Gospel

Much takes place in Luke 9. The following occurred at the end of an eventful chapter which begins with Jesus giving the Twelve the power to go out to preach and heal. He then fed the Five Thousand. The Transfiguration followed. Afterwards, James and John, whom Jesus had dubbed the Sons of Thunder (Mark 3:17), misunderstood Him. Finally, those who wanted to be His disciples were not really prepared to follow Him.

Luke 9:51-62

9:51 When the days drew near for him to be taken up, he set his face to go to Jerusalem.

9:52 And he sent messengers ahead of him. On their way they entered a village of the Samaritans to make ready for him;

9:53 but they did not receive him, because his face was set toward Jerusalem.

9:54 When his disciples James and John saw it, they said, “Lord, do you want us to command fire to come down from heaven and consume them?”

9:55 But he turned and rebuked them.

9:56 Then they went on to another village.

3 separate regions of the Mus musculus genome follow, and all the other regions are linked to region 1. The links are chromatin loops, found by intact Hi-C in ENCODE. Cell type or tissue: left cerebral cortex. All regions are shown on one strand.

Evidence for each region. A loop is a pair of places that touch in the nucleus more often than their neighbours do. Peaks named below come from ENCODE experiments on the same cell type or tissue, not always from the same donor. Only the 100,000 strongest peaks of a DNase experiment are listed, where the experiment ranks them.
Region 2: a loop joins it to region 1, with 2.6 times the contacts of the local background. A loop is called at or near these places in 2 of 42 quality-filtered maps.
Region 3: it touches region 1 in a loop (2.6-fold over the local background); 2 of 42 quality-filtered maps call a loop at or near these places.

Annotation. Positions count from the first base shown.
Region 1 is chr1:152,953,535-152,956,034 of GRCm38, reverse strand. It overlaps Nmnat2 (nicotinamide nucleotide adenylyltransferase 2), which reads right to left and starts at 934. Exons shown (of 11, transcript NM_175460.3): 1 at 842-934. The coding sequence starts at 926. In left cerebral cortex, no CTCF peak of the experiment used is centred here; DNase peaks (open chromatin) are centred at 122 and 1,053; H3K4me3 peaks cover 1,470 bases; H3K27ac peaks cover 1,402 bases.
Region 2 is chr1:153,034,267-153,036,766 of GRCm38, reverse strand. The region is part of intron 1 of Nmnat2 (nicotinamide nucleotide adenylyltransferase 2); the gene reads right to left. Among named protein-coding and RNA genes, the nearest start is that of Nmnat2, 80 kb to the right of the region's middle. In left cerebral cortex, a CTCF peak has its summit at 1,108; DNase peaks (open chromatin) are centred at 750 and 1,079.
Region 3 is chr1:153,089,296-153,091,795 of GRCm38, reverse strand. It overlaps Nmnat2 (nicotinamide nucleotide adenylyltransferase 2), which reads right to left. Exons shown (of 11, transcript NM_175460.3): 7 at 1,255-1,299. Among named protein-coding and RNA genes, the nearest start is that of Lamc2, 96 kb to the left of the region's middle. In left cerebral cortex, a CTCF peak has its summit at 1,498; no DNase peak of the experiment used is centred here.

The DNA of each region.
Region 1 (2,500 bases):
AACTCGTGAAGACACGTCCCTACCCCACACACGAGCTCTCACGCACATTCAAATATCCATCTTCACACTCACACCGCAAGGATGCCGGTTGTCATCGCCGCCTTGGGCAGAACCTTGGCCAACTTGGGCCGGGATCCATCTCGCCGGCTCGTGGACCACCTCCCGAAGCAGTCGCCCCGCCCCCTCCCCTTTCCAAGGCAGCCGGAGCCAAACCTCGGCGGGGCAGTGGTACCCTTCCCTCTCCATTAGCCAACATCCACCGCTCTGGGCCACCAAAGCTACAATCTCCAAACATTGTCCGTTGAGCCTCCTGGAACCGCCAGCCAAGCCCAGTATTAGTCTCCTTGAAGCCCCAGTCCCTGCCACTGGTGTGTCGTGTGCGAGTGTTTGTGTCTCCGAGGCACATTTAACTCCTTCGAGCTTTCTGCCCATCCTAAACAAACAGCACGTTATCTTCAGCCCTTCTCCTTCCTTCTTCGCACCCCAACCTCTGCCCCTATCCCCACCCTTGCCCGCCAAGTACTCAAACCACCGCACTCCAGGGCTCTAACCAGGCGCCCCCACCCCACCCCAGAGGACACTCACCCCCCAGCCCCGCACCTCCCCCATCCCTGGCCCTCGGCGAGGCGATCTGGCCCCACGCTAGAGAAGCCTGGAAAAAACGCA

9:57 As they were going along the road, someone said to him, “I will follow you wherever you go.”

9:58 And Jesus said to him, “Foxes have holes, and birds of the air have nests; but the Son of Man has nowhere to lay his head.”

9:59 To another he said, “Follow me.” But he said, “Lord, first let me go and bury my father.”

9:60 But Jesus said to him, “Let the dead bury their own dead; but as for you, go and proclaim the kingdom of God.”

9:61 Another said, “I will follow you, Lord; but let me first say farewell to those at my home.”

9:62 Jesus said to him, “No one who puts a hand to the plow and looks back is fit for the kingdom of God.”

Jesus could discern the hearts of those wanting to be disciples. The Son of Man desires full commitment, along with service. So often, we, too, let our lives interrupt what should be continuous service and devotion to Him.